Is the continued dominance of Brady, Williams and Federer proof that we’re living in the greatest era of history, or a sign that we’re no longer improving?

In football, other players don’t even come close. Brady has MVPs spanning 19 years, compared to 8 for Joe Montana, and 4 for Eli Manning. But the award is a bit arbitrary, and not an objective measure of individual achievement.

In golf, Tiger Woods’ Masters Tournament victories span 22 years, compared to 23 for Jack Nicklaus. No other player comes close.

Finally, here’s the timeline of #1 ranked players in chess:

Carlsen’s 10 year streak is impressive, but doesn’t quite match Kasparov’s 21 years. Still, Carlsen has time. Kasparov was 43 when his reign ended and Carlsen is just 30 today

But still, the fact that any of this is happening at all is strange to me, given how much better humans have gotten at running. Maybe the advances in sports medicine lengthen athlete’s careers more than they help new players excel.

Or maybe it’s all just selection bias since I only looked at the athletes that came to mind.

In conclusion: In men tennis and football, current players have unmatched longevity, winning the top award over longer time spans than their predecessors.  In women’s tennis, it’s a slim margin. In Chess, Carlsen may continue to dominate and beat Kasparov’s record. In golf, Tiger Woods is one year behind the historical longest streak, but still stands a chance of winning again. More work is needed to see if this phenomenon holds true in other athletic competitions.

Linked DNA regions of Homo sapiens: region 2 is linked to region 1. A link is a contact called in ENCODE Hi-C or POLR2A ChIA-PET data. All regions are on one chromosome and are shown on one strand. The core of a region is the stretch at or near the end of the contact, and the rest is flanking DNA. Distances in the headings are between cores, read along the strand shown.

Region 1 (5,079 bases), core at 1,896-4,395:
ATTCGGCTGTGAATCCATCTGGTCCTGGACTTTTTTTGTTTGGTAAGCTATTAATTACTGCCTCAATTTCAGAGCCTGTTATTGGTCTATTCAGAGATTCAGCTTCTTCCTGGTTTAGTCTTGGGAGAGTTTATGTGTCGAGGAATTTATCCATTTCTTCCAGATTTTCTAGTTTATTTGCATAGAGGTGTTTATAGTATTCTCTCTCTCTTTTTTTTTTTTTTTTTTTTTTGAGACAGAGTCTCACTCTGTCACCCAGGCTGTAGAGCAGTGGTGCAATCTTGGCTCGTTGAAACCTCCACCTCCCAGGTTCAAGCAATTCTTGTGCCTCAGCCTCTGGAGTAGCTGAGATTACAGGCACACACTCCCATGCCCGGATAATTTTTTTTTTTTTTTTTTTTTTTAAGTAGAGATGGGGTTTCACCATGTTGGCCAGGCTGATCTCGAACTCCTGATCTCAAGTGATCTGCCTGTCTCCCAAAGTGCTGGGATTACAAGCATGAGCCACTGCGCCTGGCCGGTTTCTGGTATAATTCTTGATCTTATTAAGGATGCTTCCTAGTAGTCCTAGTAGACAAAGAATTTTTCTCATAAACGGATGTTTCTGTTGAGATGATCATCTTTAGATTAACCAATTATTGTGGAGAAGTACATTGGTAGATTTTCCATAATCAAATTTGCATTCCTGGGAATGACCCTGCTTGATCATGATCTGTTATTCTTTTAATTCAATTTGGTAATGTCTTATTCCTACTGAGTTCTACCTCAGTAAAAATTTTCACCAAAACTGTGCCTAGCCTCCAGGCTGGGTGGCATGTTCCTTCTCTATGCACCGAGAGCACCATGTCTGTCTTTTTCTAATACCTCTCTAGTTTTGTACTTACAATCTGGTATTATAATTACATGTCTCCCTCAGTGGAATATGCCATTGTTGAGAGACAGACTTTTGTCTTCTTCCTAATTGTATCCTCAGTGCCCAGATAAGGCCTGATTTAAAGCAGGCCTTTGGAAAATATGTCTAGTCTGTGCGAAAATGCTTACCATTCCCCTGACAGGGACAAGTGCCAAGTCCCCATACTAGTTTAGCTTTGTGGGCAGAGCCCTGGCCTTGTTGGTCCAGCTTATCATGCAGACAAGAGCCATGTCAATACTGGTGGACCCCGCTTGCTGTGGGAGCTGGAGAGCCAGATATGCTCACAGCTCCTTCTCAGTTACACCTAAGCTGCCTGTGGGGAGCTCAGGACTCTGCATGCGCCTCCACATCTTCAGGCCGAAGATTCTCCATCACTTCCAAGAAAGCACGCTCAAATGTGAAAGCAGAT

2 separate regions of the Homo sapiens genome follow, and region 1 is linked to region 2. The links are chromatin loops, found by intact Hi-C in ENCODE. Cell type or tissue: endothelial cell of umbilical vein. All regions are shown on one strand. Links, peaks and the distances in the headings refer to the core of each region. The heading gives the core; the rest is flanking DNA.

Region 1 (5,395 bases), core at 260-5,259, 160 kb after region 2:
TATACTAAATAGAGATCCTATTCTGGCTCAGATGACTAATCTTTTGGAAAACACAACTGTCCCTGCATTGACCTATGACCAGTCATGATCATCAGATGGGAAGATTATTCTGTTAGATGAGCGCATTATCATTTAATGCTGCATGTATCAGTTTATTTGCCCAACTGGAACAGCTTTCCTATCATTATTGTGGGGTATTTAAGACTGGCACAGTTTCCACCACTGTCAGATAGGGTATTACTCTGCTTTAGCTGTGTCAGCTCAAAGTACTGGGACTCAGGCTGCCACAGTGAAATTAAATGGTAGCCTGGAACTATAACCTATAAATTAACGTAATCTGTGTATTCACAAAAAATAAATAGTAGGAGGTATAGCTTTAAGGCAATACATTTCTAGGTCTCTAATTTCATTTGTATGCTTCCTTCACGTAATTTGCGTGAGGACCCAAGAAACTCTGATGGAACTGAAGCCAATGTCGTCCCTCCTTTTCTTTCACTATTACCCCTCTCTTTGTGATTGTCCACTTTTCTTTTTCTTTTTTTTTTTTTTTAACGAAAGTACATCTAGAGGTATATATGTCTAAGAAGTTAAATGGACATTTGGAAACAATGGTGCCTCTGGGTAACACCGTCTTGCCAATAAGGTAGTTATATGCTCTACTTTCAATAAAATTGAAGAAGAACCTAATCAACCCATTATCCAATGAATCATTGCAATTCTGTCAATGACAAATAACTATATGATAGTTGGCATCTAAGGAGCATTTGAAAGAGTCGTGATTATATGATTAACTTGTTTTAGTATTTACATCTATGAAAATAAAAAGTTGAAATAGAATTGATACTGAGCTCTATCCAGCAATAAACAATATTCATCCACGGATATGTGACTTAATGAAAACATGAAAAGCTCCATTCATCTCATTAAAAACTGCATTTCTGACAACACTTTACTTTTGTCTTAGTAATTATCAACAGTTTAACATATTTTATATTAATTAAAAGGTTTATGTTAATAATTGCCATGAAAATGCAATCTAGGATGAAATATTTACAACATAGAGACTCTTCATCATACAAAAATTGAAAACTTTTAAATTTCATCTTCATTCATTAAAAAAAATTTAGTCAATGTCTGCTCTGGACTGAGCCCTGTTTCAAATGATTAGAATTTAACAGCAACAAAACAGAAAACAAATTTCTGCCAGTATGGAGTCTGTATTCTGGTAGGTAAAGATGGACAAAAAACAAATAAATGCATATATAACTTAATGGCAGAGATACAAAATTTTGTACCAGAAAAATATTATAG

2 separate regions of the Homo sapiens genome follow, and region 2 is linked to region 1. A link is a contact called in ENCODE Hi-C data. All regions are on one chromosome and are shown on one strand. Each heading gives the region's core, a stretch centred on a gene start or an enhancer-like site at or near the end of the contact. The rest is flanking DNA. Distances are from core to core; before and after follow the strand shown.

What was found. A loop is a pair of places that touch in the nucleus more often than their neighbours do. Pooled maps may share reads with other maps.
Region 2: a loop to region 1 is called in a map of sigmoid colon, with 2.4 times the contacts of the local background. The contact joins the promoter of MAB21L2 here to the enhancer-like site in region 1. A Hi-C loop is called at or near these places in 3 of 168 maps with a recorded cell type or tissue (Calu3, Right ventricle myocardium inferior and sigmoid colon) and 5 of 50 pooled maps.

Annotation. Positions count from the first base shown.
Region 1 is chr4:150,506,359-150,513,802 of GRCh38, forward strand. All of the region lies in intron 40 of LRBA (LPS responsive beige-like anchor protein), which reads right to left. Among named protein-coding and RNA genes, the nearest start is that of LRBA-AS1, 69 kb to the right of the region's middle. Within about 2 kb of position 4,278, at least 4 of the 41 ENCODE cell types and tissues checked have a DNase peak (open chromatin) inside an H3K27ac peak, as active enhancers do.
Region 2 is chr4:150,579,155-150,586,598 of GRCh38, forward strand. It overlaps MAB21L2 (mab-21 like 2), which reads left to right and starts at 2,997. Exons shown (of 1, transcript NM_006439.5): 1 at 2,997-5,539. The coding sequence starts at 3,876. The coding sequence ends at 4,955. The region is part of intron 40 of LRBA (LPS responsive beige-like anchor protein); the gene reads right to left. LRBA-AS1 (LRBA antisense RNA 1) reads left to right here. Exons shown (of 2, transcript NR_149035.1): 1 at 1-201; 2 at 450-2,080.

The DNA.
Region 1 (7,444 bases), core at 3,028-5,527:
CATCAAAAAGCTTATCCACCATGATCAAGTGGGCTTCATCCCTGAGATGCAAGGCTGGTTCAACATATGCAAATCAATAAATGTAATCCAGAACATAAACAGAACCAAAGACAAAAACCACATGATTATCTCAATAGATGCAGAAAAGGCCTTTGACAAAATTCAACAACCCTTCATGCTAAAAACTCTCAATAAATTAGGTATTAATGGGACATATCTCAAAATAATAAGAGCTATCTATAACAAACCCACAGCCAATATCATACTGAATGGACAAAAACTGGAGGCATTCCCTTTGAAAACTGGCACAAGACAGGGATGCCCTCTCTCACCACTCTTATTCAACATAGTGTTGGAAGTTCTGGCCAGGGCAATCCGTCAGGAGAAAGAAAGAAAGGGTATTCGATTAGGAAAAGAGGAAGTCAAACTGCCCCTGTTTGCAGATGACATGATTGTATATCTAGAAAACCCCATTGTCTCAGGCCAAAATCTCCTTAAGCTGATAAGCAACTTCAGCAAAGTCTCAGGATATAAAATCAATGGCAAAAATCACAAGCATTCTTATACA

Simon M says:

This is one of my favourite topics, and I enjoyed your post, there’s some more ideas which I’ve pondered for a while which you didn’t touch on:

1/ Increasing economic rewards. (You earn far more as a top professional now, so staying in an extra year, or ten is much more worthwhile)

2/ Catching the wave at the “right time”. If the tools for longevity (training methods, drugs, whatever) are a recent phenomenon and there is some advantage to incumbency, then you would expect the current crop of top players to last longer but also hold off competitors for longer so even talented ones will have a shorter window where they are top of the sport.

3/ In soccer, Messi and Ronaldo have been dominating the game for a v. long time.

These are all good points. The second presents a particularly interesting dynamic. Using the toy model:

  1. Athletes get better over time due to experience, but more and more slowly
  2. Athletes get worse over time due to again, and this accelerates

A really interesting implication of improved “tools for longevity” is that there will never be another Tom Brady. The next greatest QB might be 30 by the time he outpaces Brady. Since 43 year old Brady is so good, the next 21 year old Brady won’t have a chance to win Super Bowl MPV.


Daniel Filan mentions over email that Go players are holding the #1 spot for less and less time. There’s a pretty wild chart:

Shin Jinseo comes out of nowhere and blows everyone else away, attaining the highest rating of all time by a healthy margin. XKCD provids a similar chart for chess:

Notably, the go players are also super young.